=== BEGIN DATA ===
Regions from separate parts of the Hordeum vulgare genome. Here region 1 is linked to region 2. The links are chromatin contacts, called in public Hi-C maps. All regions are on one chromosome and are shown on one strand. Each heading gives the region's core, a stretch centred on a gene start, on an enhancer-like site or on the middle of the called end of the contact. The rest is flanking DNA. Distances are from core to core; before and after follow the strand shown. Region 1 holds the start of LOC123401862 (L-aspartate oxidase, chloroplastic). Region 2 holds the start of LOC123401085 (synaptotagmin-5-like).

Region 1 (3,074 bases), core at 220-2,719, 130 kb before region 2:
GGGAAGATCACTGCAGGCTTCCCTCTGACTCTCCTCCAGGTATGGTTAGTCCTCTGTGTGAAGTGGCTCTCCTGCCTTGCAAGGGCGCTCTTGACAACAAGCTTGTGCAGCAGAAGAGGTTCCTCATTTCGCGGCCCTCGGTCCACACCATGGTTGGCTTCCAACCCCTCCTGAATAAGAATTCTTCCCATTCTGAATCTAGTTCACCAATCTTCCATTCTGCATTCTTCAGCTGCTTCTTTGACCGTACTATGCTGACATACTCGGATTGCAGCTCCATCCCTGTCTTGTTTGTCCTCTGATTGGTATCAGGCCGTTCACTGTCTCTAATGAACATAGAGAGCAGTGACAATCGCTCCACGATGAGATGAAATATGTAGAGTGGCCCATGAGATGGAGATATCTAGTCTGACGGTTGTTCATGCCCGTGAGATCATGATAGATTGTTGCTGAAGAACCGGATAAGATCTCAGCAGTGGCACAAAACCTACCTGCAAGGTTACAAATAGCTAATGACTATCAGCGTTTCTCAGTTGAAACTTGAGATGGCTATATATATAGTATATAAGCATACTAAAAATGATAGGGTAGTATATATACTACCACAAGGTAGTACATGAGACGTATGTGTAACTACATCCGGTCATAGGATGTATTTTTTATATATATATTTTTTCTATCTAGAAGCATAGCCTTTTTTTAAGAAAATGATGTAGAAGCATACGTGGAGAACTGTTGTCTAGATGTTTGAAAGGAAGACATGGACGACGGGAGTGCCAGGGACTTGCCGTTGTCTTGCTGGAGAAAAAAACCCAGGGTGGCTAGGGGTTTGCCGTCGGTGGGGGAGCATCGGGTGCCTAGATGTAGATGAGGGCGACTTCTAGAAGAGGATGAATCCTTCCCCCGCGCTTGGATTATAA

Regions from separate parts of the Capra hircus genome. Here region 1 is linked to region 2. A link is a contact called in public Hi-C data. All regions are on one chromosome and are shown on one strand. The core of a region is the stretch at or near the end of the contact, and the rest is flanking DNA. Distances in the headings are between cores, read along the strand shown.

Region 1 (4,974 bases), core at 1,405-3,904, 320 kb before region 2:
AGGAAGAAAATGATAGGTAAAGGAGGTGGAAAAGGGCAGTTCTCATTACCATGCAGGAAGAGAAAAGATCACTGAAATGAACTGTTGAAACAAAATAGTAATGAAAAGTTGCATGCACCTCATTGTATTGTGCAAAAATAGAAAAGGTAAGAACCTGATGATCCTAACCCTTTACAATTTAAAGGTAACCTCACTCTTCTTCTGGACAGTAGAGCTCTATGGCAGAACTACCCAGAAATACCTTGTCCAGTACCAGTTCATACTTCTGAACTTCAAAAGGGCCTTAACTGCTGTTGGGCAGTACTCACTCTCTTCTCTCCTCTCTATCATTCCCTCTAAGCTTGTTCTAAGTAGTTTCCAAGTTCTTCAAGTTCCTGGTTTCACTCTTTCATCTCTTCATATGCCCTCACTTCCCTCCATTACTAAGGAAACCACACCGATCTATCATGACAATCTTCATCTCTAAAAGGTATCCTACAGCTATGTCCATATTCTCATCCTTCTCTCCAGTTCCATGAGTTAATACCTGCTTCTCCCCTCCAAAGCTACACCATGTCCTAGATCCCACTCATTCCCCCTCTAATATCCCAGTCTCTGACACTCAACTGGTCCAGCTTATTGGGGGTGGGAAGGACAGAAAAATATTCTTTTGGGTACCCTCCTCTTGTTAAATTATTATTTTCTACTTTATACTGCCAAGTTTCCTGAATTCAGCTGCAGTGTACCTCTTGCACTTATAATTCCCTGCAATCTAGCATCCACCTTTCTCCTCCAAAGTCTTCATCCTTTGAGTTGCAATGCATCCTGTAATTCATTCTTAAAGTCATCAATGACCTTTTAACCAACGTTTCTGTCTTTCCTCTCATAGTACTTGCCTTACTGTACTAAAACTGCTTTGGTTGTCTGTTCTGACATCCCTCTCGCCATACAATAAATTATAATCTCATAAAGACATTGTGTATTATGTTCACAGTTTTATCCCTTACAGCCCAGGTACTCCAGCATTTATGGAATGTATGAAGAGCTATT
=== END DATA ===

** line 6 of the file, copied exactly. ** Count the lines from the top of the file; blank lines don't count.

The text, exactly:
AGGAAGAAAATGATAGGTAAAGGAGGTGGAAAAGGGCAGTTCTCATTACCATGCAGGAAGAGAAAAGATCACTGAAATGAACTGTTGAAACAAAATAGTAATGAAAAGTTGCATGCACCTCATTGTATTGTGCAAAAATAGAAAAGGTAAGAACCTGATGATCCTAACCCTTTACAATTTAAAGGTAACCTCACTCTTCTTCTGGACAGTAGAGCTCTATGGCAGAACTACCCAGAAATACCTTGTCCAGTACCAGTTCATACTTCTGAACTTCAAAAGGGCCTTAACTGCTGTTGGGCAGTACTCACTCTCTTCTCTCCTCTCTATCATTCCCTCTAAGCTTGTTCTAAGTAGTTTCCAAGTTCTTCAAGTTCCTGGTTTCACTCTTTCATCTCTTCATATGCCCTCACTTCCCTCCATTACTAAGGAAACCACACCGATCTATCATGACAATCTTCATCTCTAAAAGGTATCCTACAGCTATGTCCATATTCTCATCCTTCTCTCCAGTTCCATGAGTTAATACCTGCTTCTCCCCTCCAAAGCTACACCATGTCCTAGATCCCACTCATTCCCCCTCTAATATCCCAGTCTCTGACACTCAACTGGTCCAGCTTATTGGGGGTGGGAAGGACAGAAAAATATTCTTTTGGGTACCCTCCTCTTGTTAAATTATTATTTTCTACTTTATACTGCCAAGTTTCCTGAATTCAGCTGCAGTGTACCTCTTGCACTTATAATTCCCTGCAATCTAGCATCCACCTTTCTCCTCCAAAGTCTTCATCCTTTGAGTTGCAATGCATCCTGTAATTCATTCTTAAAGTCATCAATGACCTTTTAACCAACGTTTCTGTCTTTCCTCTCATAGTACTTGCCTTACTGTACTAAAACTGCTTTGGTTGTCTGTTCTGACATCCCTCTCGCCATACAATAAATTATAATCTCATAAAGACATTGTGTATTATGTTCACAGTTTTATCCCTTACAGCCCAGGTACTCCAGCATTTATGGAATGTATGAAGAGCTATT